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A Saturday Stream of Consci_ _sness: Narratives abound

Eric Nahlin11/26/22
Article written by:On3 imageEric Nahlin
On3 image
Pete Kwiatkowski (Will Gallagher/Inside Texas)

Some reading to kill a little time before Kansas State plays Kansas tonight to determine whether or not Texas can backdoor its way into the Big 12 Championship game.

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Season finale a microcosm of the entire season

Led by an improved rushing attack and defense Texas does enough to keep opponent more or less off balance. Does that describe the majority of the season or the finale versus Baylor? Yes.

Like much of the season, it wasn’t always pretty yesterday — Texas had too many unforced errors and missed opportunities — but Texas battled through and played to its run game and defensive strengths. 

Though yesterday’s game sums up much of the season, it wasn’t the perfect microcosm. Texas’ offensive line wasn’t nearly as reliable in pass protection as it had been for most of the season, and the Texas defensive line, though good in run support, didn’t create much pressure on the quarterback.

But in the end, it was the run game and defense that led the way for Texas on Saturday and for much of the season, particularly the second half when the passing game lost its way.

One word to sum the season up: Improvement

Let us count the ways: 1. Wins-losses 2. Culture 3. Individual and unit development 4. Statistically 5. During the offseason, during the season 6. On the road

I can’t confidently say Sark is building a monster, but Mary Shelley likes how he’s fitting the pieces together.

The season’s personality benefits the Texas narrative

Given Steve Sarkisian’s background and Pete Kwiatkowski’s first year struggles at Texas, entering the season it appeared more likely the team would be led by the offense more so than the defense. That’s not how it played out, in part because experience benefited the defensive side of the ball. If PK had followed up last season’s shot with a similar chaser, there would be more questions surrounding the overall program. At this stage in his career Sark has earned the benefit of the doubt the passing game will get on track. In addition to Quinn Ewers getting his lumps out of the way, the offense will benefit from having more experience on the offensive line. Better quarterback and offensive line play is how you help make up for the losses of Bijan Robinson and Roschon Johnson, and better take advantage of the receivers.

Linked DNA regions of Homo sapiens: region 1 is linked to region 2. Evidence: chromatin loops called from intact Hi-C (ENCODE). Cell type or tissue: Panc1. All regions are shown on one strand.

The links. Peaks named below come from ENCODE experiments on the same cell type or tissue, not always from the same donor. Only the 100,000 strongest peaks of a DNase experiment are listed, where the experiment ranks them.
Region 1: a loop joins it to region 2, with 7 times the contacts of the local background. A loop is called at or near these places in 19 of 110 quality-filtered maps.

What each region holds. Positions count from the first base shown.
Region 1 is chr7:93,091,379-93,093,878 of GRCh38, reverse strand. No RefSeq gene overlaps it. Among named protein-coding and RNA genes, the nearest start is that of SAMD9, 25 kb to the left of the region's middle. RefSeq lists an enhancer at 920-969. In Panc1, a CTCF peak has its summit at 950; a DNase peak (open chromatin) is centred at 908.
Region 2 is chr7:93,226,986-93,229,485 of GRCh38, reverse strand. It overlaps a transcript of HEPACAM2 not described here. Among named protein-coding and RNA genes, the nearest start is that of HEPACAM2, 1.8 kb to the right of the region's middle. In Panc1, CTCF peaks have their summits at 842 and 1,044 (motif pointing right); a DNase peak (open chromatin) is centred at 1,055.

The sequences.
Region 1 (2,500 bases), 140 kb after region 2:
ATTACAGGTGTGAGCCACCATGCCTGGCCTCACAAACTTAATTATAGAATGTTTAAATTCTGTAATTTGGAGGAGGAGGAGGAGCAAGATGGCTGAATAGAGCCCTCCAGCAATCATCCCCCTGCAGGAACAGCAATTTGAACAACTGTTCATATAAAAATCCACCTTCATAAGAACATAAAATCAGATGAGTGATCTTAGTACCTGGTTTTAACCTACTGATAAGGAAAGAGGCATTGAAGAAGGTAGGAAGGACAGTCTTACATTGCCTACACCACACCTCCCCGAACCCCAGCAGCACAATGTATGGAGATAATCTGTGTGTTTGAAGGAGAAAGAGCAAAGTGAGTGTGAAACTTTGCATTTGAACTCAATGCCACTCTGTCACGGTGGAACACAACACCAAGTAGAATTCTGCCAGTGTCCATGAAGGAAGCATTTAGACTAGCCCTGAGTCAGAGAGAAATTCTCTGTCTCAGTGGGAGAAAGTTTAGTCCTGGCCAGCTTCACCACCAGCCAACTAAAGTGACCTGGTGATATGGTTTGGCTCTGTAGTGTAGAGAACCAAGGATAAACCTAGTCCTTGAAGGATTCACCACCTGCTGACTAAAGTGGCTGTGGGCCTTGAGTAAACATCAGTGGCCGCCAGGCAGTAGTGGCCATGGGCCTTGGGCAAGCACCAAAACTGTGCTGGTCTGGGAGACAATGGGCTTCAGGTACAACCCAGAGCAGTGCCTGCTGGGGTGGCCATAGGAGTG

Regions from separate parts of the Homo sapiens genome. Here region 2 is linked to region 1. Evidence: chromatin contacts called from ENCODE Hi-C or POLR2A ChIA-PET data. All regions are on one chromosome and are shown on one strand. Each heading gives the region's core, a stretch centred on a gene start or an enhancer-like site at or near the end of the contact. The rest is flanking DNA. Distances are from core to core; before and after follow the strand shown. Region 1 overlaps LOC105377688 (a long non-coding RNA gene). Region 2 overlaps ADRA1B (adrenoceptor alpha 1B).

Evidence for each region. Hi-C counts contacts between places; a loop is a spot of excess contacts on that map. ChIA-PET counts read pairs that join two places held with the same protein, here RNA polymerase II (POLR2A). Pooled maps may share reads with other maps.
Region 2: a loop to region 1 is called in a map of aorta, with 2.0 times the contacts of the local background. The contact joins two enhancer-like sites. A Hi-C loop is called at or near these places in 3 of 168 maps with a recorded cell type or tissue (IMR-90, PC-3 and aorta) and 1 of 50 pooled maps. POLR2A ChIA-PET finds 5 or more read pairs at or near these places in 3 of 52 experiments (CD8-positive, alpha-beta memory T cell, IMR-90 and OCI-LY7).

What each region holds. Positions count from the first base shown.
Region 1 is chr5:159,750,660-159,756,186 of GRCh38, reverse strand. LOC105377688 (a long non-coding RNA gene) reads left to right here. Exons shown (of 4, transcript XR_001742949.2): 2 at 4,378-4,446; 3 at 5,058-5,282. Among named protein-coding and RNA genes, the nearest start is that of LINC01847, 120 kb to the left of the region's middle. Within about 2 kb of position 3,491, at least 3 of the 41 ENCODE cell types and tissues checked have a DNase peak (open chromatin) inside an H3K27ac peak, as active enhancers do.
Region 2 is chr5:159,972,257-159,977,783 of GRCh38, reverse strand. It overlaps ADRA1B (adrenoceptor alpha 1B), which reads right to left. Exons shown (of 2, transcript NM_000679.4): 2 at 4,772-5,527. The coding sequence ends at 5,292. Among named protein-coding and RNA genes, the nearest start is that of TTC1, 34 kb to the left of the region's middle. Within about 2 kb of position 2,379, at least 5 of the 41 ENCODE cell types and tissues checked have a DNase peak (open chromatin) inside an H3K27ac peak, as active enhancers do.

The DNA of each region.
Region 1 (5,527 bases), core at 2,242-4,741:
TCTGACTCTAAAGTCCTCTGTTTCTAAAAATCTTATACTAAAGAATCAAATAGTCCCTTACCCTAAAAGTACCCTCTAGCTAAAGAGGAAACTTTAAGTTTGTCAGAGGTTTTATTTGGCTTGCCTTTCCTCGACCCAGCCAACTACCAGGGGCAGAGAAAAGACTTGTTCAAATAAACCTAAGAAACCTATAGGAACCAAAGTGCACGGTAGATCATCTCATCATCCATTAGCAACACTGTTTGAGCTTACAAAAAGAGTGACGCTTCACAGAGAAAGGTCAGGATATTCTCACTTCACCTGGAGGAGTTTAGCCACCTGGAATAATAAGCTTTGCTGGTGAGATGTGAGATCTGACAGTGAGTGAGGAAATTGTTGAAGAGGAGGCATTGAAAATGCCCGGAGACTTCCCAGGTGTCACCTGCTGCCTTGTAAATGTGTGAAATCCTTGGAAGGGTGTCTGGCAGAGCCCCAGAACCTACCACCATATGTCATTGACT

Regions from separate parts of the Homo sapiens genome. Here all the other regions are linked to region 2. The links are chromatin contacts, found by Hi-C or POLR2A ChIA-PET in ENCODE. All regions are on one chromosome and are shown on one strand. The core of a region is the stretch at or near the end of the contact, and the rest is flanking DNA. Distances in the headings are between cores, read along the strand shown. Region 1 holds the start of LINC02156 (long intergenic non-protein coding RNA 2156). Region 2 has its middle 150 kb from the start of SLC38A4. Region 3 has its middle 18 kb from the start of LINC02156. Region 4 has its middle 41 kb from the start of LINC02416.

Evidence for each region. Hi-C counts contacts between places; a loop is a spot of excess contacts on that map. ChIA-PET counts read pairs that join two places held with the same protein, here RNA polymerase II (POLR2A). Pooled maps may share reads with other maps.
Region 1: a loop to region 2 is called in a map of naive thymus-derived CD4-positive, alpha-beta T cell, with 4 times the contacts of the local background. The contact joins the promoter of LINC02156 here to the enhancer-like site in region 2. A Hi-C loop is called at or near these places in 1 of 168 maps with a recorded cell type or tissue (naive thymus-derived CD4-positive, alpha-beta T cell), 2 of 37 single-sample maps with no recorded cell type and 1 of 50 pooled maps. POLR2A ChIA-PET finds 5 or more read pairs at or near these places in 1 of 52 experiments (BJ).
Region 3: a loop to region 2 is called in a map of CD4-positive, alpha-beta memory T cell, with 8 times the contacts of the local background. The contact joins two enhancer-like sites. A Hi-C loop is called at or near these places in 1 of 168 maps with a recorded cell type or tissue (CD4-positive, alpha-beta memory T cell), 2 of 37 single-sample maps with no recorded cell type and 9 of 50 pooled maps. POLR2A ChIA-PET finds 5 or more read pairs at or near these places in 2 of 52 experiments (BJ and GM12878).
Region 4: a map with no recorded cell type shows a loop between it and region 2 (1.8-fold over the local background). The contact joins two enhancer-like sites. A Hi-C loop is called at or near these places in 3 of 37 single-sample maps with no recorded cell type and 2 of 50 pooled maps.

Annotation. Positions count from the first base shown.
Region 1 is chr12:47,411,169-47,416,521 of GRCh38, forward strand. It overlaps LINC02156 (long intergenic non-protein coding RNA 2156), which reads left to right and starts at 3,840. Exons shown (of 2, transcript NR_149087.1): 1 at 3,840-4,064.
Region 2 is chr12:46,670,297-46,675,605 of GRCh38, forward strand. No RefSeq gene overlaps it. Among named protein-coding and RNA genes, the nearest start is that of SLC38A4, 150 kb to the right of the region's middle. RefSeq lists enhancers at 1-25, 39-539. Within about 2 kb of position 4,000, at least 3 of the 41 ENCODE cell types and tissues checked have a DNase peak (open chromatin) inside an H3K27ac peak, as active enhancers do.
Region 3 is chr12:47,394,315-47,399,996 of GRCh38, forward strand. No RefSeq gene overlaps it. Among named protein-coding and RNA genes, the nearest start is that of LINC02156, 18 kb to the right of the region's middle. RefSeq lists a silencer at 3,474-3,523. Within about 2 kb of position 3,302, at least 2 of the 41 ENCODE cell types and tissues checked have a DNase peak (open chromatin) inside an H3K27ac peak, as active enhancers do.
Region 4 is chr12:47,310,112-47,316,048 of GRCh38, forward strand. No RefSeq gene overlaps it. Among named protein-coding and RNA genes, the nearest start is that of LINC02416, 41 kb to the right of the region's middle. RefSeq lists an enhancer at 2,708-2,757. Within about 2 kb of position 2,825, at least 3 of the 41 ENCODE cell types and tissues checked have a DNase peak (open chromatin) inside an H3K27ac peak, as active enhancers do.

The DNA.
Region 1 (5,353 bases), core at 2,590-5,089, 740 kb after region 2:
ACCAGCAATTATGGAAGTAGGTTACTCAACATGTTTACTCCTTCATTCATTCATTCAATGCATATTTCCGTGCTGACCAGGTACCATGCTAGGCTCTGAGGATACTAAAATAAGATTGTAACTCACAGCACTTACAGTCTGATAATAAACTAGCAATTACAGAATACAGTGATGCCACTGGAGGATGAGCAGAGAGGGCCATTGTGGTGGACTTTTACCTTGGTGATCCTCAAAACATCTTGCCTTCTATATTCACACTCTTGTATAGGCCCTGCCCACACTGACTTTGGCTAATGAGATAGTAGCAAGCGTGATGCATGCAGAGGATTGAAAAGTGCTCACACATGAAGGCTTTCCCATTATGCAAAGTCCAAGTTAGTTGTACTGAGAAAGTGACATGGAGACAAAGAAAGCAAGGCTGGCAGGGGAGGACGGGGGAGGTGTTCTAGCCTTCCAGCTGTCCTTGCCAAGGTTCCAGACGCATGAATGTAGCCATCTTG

The Texas narrative for this offseason is one of stability. We’re unlikely to see a single coaching change. If you were calling for Pete Kwiatkowski’s and Jeff Choate’s job last year, a good way to consume crow is mixed in with your leftover turkey. In a chili perhaps.

Expectations met

“Seven win” Sark was always unfair given the context of his career, but it would have been even more tiresome to hear all offseason had Texas fallen to Baylor. A three-game improvement is hard to negative recruit. 8-4 is also hard to negative recruit, especially for Jimbo Fisher even before this season where he’s likely to earn the dyslexic’s version. 

Sark met expectations this season with the team playing tantalizingly well for stretches. Ten wins and a conference championship should be the goal for next year. Texas has an important offseason before then, though.

Next year to be determined by QB play

Everything else, including portal additions this offseason, sets the floor for Texas next year. The ceiling will be determined by how much Quinn Ewers improves. That doesn’t mean success and failure is entirely on his shoulders, it’s just clear he’s going to have a good supporting cast at minimum. 

Even with more questions at quarterback than originally anticipated this offseason, Texas has the developmental jump on a number of national powers who will be breaking in new quarterbacks: Ohio State, Alabama, and Georgia immediately come to mind.

Remember The Alamo?

You’re a Texas fan so of course you do, it’s the bowl Texas seemingly plays in every year. It’s actually a solid bowl, Texas fans are just over the familiarity of it and a city they can visit whenever they choose.

As one Texas legend put it this morning, “The Alamo Bowl is like the Holiday Bowl used to be. We don’t want to go there, we already know the names of all the chimpanzees.” He’s speaking of the San Diego Zoo, but perhaps Sea World is more apropos if we change the mammal.

Most bowls are increasingly meaningless as a way to punctuate a season. However, for a team with a lot of talented youth like Texas, bowl season is a great way to get a jump on next year.

Over the next month we’ll be listening for info on players who will see expanded roles next year, particularly on the offensive and defensive lines.